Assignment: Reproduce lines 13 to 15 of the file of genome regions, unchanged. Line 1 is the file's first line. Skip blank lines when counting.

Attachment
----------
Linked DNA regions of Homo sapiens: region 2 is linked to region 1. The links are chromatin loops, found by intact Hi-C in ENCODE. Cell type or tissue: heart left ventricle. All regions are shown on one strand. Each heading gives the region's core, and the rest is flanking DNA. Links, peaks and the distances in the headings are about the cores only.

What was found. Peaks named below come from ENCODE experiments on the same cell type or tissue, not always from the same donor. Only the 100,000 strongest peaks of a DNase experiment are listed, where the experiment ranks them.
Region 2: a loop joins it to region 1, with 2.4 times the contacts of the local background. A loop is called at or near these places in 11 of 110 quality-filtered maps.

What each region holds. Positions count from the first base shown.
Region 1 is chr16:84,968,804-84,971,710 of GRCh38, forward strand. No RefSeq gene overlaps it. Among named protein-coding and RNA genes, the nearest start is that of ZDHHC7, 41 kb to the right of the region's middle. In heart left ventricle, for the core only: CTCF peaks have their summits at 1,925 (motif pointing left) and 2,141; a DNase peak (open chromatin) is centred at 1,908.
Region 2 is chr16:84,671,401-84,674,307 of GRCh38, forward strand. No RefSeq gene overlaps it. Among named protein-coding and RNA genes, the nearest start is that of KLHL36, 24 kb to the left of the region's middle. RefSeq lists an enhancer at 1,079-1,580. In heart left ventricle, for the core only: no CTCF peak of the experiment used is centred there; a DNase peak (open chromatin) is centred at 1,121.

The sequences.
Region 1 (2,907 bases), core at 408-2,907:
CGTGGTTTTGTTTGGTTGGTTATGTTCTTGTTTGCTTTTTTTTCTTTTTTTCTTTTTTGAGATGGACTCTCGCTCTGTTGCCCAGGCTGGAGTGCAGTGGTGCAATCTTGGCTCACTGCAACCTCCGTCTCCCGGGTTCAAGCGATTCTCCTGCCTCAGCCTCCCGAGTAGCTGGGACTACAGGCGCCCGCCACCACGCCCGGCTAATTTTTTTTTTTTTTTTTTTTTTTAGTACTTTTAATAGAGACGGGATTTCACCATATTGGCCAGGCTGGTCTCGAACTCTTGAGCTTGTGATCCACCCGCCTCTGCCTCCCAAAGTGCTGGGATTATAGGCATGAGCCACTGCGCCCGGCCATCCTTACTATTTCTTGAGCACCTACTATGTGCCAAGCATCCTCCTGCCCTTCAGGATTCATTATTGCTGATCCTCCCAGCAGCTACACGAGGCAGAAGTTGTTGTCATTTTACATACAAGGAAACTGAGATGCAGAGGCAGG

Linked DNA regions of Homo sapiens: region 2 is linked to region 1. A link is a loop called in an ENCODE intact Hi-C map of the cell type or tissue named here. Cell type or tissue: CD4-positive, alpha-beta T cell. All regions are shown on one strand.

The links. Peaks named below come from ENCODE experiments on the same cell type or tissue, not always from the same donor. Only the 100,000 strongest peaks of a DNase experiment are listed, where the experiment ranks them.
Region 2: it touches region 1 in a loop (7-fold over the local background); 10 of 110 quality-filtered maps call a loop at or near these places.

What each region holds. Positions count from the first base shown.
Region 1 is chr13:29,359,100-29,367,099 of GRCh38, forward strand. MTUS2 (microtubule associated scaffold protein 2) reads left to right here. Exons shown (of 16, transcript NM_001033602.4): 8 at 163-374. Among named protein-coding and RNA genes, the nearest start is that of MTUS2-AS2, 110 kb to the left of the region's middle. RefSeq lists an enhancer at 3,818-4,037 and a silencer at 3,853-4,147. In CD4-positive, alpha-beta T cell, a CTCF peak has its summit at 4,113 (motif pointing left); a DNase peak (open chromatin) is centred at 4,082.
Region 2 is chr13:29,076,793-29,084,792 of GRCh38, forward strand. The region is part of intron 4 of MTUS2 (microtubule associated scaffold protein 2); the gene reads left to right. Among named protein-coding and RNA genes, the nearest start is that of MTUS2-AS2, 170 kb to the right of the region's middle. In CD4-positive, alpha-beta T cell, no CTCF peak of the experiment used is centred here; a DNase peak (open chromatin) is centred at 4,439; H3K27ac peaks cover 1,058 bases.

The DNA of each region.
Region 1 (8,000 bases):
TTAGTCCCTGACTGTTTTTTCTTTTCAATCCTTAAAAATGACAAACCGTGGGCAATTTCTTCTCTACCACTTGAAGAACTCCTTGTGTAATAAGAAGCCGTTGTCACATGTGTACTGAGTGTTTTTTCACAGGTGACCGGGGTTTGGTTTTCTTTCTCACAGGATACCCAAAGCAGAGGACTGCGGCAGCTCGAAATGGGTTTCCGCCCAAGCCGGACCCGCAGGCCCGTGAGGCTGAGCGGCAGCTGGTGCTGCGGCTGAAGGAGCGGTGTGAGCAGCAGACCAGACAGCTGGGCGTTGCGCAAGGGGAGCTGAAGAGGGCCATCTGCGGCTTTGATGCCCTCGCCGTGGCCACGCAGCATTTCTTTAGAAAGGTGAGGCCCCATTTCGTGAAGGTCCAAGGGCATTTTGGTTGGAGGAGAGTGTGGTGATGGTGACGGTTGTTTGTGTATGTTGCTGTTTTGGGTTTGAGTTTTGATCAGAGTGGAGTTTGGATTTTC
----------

What each region holds. Positions count from the first base shown.
Region 1 is chr13:29,359,100-29,367,099 of GRCh38, forward strand. MTUS2 (microtubule associated scaffold protein 2) reads left to right here. Exons shown (of 16, transcript NM_001033602.4): 8 at 163-374. Among named protein-coding and RNA genes, the nearest start is that of MTUS2-AS2, 110 kb to the left of the region's middle. RefSeq lists an enhancer at 3,818-4,037 and a silencer at 3,853-4,147. In CD4-positive, alpha-beta T cell, a CTCF peak has its summit at 4,113 (motif pointing left); a DNase peak (open chromatin) is centred at 4,082.
Region 2 is chr13:29,076,793-29,084,792 of GRCh38, forward strand. The region is part of intron 4 of MTUS2 (microtubule associated scaffold protein 2); the gene reads left to right. Among named protein-coding and RNA genes, the nearest start is that of MTUS2-AS2, 170 kb to the right of the region's middle. In CD4-positive, alpha-beta T cell, no CTCF peak of the experiment used is centred here; a DNase peak (open chromatin) is centred at 4,439; H3K27ac peaks cover 1,058 bases.